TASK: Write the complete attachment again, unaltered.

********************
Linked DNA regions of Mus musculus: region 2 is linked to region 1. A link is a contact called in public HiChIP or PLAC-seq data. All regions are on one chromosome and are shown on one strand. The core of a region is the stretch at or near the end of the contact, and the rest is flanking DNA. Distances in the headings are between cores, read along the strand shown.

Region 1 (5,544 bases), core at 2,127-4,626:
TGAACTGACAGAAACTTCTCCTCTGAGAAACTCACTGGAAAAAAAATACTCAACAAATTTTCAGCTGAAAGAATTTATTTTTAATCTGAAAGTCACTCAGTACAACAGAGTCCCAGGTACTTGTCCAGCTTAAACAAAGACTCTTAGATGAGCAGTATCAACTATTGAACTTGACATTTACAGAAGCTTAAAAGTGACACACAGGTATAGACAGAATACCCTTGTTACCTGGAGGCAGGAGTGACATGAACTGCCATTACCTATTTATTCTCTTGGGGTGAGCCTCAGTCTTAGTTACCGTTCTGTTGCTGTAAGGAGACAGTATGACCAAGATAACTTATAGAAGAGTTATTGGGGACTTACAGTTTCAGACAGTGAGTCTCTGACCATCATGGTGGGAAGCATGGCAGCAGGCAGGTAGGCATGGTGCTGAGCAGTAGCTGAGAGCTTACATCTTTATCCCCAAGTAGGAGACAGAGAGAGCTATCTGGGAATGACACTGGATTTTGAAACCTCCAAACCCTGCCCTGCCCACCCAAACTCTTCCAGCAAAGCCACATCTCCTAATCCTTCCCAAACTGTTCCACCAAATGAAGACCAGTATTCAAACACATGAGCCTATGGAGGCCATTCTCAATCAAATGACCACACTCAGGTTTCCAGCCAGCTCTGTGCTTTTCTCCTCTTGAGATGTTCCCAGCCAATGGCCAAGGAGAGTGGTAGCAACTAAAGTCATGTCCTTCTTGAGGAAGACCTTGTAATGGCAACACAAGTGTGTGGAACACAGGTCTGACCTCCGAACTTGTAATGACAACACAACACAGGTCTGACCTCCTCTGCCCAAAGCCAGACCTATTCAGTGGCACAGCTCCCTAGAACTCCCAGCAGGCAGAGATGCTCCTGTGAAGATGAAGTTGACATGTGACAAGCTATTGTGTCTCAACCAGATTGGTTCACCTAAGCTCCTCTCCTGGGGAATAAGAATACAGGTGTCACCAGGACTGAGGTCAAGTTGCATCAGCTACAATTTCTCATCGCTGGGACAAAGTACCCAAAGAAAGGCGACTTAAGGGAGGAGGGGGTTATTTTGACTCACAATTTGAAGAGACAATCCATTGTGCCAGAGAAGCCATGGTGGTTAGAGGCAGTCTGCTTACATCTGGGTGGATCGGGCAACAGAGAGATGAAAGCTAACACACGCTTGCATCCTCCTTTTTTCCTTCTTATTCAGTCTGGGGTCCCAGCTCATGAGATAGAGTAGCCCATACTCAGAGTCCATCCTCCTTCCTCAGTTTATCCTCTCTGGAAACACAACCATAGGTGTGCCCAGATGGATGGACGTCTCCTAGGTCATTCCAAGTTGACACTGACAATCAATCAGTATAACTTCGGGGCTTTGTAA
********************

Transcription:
Linked DNA regions of Mus musculus: region 2 is linked to region 1. A link is a contact called in public HiChIP or PLAC-seq data. All regions are on one chromosome and are shown on one strand. The core of a region is the stretch at or near the end of the contact, and the rest is flanking DNA. Distances in the headings are between cores, read along the strand shown.

Region 1 (5,544 bases), core at 2,127-4,626:
TGAACTGACAGAAACTTCTCCTCTGAGAAACTCACTGGAAAAAAAATACTCAACAAATTTTCAGCTGAAAGAATTTATTTTTAATCTGAAAGTCACTCAGTACAACAGAGTCCCAGGTACTTGTCCAGCTTAAACAAAGACTCTTAGATGAGCAGTATCAACTATTGAACTTGACATTTACAGAAGCTTAAAAGTGACACACAGGTATAGACAGAATACCCTTGTTACCTGGAGGCAGGAGTGACATGAACTGCCATTACCTATTTATTCTCTTGGGGTGAGCCTCAGTCTTAGTTACCGTTCTGTTGCTGTAAGGAGACAGTATGACCAAGATAACTTATAGAAGAGTTATTGGGGACTTACAGTTTCAGACAGTGAGTCTCTGACCATCATGGTGGGAAGCATGGCAGCAGGCAGGTAGGCATGGTGCTGAGCAGTAGCTGAGAGCTTACATCTTTATCCCCAAGTAGGAGACAGAGAGAGCTATCTGGGAATGACACTGGATTTTGAAACCTCCAAACCCTGCCCTGCCCACCCAAACTCTTCCAGCAAAGCCACATCTCCTAATCCTTCCCAAACTGTTCCACCAAATGAAGACCAGTATTCAAACACATGAGCCTATGGAGGCCATTCTCAATCAAATGACCACACTCAGGTTTCCAGCCAGCTCTGTGCTTTTCTCCTCTTGAGATGTTCCCAGCCAATGGCCAAGGAGAGTGGTAGCAACTAAAGTCATGTCCTTCTTGAGGAAGACCTTGTAATGGCAACACAAGTGTGTGGAACACAGGTCTGACCTCCGAACTTGTAATGACAACACAACACAGGTCTGACCTCCTCTGCCCAAAGCCAGACCTATTCAGTGGCACAGCTCCCTAGAACTCCCAGCAGGCAGAGATGCTCCTGTGAAGATGAAGTTGACATGTGACAAGCTATTGTGTCTCAACCAGATTGGTTCACCTAAGCTCCTCTCCTGGGGAATAAGAATACAGGTGTCACCAGGACTGAGGTCAAGTTGCATCAGCTACAATTTCTCATCGCTGGGACAAAGTACCCAAAGAAAGGCGACTTAAGGGAGGAGGGGGTTATTTTGACTCACAATTTGAAGAGACAATCCATTGTGCCAGAGAAGCCATGGTGGTTAGAGGCAGTCTGCTTACATCTGGGTGGATCGGGCAACAGAGAGATGAAAGCTAACACACGCTTGCATCCTCCTTTTTTCCTTCTTATTCAGTCTGGGGTCCCAGCTCATGAGATAGAGTAGCCCATACTCAGAGTCCATCCTCCTTCCTCAGTTTATCCTCTCTGGAAACACAACCATAGGTGTGCCCAGATGGATGGACGTCTCCTAGGTCATTCCAAGTTGACACTGACAATCAATCAGTATAACTTCGGGGCTTTGTAA